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Retrieving A Vanishing Past


Prashant Kidambi

ONE HUNDRED YEARS, ONE HUNDRED VOICES: THE MILLWORKERS OF GIRANGAON
By Meena Menon and Neera Adarkar
Seagull Books, Kolkata, 2004, pp. 430, Rs. 695.00

VOLUME XXIX NUMBER 4 April 2005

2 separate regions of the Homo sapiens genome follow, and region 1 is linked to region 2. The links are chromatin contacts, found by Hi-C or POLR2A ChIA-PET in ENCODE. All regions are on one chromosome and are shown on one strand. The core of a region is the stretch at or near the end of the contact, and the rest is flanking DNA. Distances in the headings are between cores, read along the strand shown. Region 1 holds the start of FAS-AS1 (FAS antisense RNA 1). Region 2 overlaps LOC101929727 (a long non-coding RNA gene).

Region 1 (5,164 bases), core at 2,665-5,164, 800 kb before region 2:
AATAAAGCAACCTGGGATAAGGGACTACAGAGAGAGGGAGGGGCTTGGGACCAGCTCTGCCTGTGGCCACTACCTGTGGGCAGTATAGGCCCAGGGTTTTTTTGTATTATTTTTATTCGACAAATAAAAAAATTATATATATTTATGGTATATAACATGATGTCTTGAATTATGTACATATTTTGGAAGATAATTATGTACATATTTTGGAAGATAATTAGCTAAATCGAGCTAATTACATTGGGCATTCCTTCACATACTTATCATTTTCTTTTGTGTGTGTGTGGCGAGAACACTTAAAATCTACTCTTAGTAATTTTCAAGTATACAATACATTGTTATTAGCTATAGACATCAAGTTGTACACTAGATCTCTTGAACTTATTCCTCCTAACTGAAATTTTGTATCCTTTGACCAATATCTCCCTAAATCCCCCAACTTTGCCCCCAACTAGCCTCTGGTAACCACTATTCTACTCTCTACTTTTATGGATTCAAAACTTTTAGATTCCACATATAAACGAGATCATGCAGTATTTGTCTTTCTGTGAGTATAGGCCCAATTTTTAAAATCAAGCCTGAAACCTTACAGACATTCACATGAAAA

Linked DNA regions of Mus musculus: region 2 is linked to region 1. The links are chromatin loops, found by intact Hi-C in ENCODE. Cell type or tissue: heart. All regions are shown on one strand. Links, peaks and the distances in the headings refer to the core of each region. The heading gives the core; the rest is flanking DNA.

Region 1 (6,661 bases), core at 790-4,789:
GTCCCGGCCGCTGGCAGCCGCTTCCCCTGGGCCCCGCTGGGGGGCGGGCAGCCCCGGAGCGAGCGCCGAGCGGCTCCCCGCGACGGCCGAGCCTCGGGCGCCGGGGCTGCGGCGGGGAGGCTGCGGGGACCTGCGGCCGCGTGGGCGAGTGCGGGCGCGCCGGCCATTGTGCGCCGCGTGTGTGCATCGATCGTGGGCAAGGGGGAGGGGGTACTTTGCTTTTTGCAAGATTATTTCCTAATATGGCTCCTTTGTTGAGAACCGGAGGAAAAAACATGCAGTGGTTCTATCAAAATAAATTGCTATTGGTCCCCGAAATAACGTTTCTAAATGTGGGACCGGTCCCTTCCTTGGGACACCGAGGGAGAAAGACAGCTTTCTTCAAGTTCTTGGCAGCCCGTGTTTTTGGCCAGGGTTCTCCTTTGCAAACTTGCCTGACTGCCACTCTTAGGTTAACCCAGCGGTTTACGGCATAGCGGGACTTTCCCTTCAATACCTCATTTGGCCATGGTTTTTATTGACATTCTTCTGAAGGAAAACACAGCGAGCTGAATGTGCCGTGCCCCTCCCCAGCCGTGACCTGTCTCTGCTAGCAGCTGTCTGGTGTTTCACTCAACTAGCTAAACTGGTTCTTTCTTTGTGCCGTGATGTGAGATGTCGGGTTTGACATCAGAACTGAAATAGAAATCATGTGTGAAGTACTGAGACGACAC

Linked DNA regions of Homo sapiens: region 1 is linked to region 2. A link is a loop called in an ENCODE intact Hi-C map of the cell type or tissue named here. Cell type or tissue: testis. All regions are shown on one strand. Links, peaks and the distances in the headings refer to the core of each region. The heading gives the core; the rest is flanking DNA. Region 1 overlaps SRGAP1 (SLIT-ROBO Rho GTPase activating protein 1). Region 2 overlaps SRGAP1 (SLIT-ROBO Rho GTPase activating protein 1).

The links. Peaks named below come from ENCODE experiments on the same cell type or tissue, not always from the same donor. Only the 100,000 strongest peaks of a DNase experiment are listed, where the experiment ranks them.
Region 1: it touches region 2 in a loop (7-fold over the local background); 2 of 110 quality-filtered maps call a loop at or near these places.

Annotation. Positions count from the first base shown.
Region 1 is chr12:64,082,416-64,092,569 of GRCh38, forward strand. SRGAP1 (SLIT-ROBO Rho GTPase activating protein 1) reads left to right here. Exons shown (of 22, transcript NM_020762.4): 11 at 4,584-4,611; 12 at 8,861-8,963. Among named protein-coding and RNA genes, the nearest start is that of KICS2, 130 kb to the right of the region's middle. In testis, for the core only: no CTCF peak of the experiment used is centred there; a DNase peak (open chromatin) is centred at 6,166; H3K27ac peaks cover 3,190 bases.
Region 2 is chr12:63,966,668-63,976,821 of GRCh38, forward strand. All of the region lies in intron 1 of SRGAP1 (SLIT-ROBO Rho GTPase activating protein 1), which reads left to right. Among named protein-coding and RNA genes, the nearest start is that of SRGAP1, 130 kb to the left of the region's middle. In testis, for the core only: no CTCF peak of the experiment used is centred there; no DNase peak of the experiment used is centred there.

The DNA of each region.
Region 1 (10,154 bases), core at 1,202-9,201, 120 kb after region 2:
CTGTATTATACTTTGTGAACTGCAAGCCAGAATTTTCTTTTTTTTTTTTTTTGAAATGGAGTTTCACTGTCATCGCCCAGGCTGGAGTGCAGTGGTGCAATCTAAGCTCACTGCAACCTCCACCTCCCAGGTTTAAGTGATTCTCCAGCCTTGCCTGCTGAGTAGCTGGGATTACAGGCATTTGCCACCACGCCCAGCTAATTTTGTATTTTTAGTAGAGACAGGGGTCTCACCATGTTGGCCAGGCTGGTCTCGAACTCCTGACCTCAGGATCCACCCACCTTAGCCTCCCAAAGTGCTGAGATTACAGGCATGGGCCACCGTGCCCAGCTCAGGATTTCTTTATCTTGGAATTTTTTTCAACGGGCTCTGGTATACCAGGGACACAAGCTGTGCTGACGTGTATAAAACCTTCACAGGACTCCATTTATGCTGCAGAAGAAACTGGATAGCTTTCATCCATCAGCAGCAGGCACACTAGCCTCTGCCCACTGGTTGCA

In a recent essay, the political theorist Partha Chatterjee has suggested that since the 1990s, ‘there has been an apparent shift in the ruling attitudes towards the big city in India’. In his view a new vision of a global, post-industrial city has come to dominate the fantasies of India’s rapidly expanding urban middle classes. This is a city, in Chatterjee’s view, ‘that has seen the demise of traditional manufacturing that was the engine of the industrial revolution’. Its importance derives from financial and service-related activities driven by the telecommunications revolution; it is ‘the node of an inter-metropolitan and global network carrying out information processing and control functions’. Yet, he contends, ‘while the new metropolis is globally connected, it is fre-quently locally disconnected from large sections of its population who are functionally un-necessary and are often seen to be socially or politically disruptive’. The combined effects of the ‘intensified circulation of images of global cities through cinema, television, and the internet’ and the ‘urgent pressure to connect with the global economy and attract foreign investment’, he suggests, has had important consequences for the ways in which the urban poor are now perceived by social elites and the state. On the one hand, there is a ‘growing assertion by organizations of middle-class citizens of their right to unhindered access to public spaces and thoroughfares and to a clean and healthy urban environment’. On the other hand, ‘manufacturing industries are being moved out of city limits; squatters and encroachers are being evicted; property and tenancy laws are being rewritten to enable market forces to rapidly convert the congested and dilapidated sections of the old city into high-value commercial and residential districts.’ ‘If this is the new global bourgeois vision of twenty-first century urbanity,’ Chatterjee concludes, ‘then this time we may have successfully grasped it.’   Undoubtedly, Chatterjee has a point; the onset of economic liberalization since the early 1990s has transformed the face of contemporary urban India. Nowhere is the impact of these changes on the lives of the urban poor more starkly on display than in Bombay. As Rajnarayan Chandavarkar notes at the outset of his cogent introduction to Meena Menon and Neera Adarkar’s engaging oral history of Girangaon, the city’s famed mill district: If you stand at night on the roof of one of the recent, still under-occupied high-rise buildings erected on the property of a defunct ...


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